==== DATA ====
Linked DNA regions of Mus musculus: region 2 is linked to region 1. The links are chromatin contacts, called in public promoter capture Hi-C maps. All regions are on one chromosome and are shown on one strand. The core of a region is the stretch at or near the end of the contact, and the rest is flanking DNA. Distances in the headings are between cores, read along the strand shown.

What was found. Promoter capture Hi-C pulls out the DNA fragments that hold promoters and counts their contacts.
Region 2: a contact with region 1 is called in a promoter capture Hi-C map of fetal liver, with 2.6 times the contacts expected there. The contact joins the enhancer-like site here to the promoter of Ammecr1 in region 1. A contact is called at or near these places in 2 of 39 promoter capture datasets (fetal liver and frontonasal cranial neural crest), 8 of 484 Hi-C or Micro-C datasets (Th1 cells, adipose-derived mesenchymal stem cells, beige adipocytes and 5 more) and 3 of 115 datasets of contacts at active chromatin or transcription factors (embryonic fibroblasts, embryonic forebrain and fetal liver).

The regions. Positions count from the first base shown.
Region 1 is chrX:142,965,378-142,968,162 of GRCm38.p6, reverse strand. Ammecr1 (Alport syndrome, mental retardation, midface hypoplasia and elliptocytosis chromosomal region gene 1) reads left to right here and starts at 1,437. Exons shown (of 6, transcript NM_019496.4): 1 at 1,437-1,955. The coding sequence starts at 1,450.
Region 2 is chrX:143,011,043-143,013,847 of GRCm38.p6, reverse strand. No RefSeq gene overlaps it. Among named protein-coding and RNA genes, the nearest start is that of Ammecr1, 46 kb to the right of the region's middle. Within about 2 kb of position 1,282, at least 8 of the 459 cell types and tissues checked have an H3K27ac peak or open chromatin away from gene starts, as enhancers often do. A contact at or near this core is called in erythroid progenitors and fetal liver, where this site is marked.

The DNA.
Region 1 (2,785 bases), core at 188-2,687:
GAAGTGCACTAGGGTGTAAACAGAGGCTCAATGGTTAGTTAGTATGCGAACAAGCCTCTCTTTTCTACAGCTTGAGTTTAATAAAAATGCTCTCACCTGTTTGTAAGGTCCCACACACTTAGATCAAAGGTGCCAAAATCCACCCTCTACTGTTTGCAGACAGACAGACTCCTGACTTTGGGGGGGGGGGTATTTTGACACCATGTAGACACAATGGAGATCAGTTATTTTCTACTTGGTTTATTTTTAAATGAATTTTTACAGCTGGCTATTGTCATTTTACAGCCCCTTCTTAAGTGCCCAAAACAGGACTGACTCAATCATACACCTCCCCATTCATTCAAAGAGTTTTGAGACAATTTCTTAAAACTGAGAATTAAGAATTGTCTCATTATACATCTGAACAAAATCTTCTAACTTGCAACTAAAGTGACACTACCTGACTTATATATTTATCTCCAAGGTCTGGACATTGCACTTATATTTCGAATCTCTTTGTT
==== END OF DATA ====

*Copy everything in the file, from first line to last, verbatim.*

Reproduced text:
Linked DNA regions of Mus musculus: region 2 is linked to region 1. The links are chromatin contacts, called in public promoter capture Hi-C maps. All regions are on one chromosome and are shown on one strand. The core of a region is the stretch at or near the end of the contact, and the rest is flanking DNA. Distances in the headings are between cores, read along the strand shown.

What was found. Promoter capture Hi-C pulls out the DNA fragments that hold promoters and counts their contacts.
Region 2: a contact with region 1 is called in a promoter capture Hi-C map of fetal liver, with 2.6 times the contacts expected there. The contact joins the enhancer-like site here to the promoter of Ammecr1 in region 1. A contact is called at or near these places in 2 of 39 promoter capture datasets (fetal liver and frontonasal cranial neural crest), 8 of 484 Hi-C or Micro-C datasets (Th1 cells, adipose-derived mesenchymal stem cells, beige adipocytes and 5 more) and 3 of 115 datasets of contacts at active chromatin or transcription factors (embryonic fibroblasts, embryonic forebrain and fetal liver).

The regions. Positions count from the first base shown.
Region 1 is chrX:142,965,378-142,968,162 of GRCm38.p6, reverse strand. Ammecr1 (Alport syndrome, mental retardation, midface hypoplasia and elliptocytosis chromosomal region gene 1) reads left to right here and starts at 1,437. Exons shown (of 6, transcript NM_019496.4): 1 at 1,437-1,955. The coding sequence starts at 1,450.
Region 2 is chrX:143,011,043-143,013,847 of GRCm38.p6, reverse strand. No RefSeq gene overlaps it. Among named protein-coding and RNA genes, the nearest start is that of Ammecr1, 46 kb to the right of the region's middle. Within about 2 kb of position 1,282, at least 8 of the 459 cell types and tissues checked have an H3K27ac peak or open chromatin away from gene starts, as enhancers often do. A contact at or near this core is called in erythroid progenitors and fetal liver, where this site is marked.

The DNA.
Region 1 (2,785 bases), core at 188-2,687:
GAAGTGCACTAGGGTGTAAACAGAGGCTCAATGGTTAGTTAGTATGCGAACAAGCCTCTCTTTTCTACAGCTTGAGTTTAATAAAAATGCTCTCACCTGTTTGTAAGGTCCCACACACTTAGATCAAAGGTGCCAAAATCCACCCTCTACTGTTTGCAGACAGACAGACTCCTGACTTTGGGGGGGGGGGTATTTTGACACCATGTAGACACAATGGAGATCAGTTATTTTCTACTTGGTTTATTTTTAAATGAATTTTTACAGCTGGCTATTGTCATTTTACAGCCCCTTCTTAAGTGCCCAAAACAGGACTGACTCAATCATACACCTCCCCATTCATTCAAAGAGTTTTGAGACAATTTCTTAAAACTGAGAATTAAGAATTGTCTCATTATACATCTGAACAAAATCTTCTAACTTGCAACTAAAGTGACACTACCTGACTTATATATTTATCTCCAAGGTCTGGACATTGCACTTATATTTCGAATCTCTTTGTT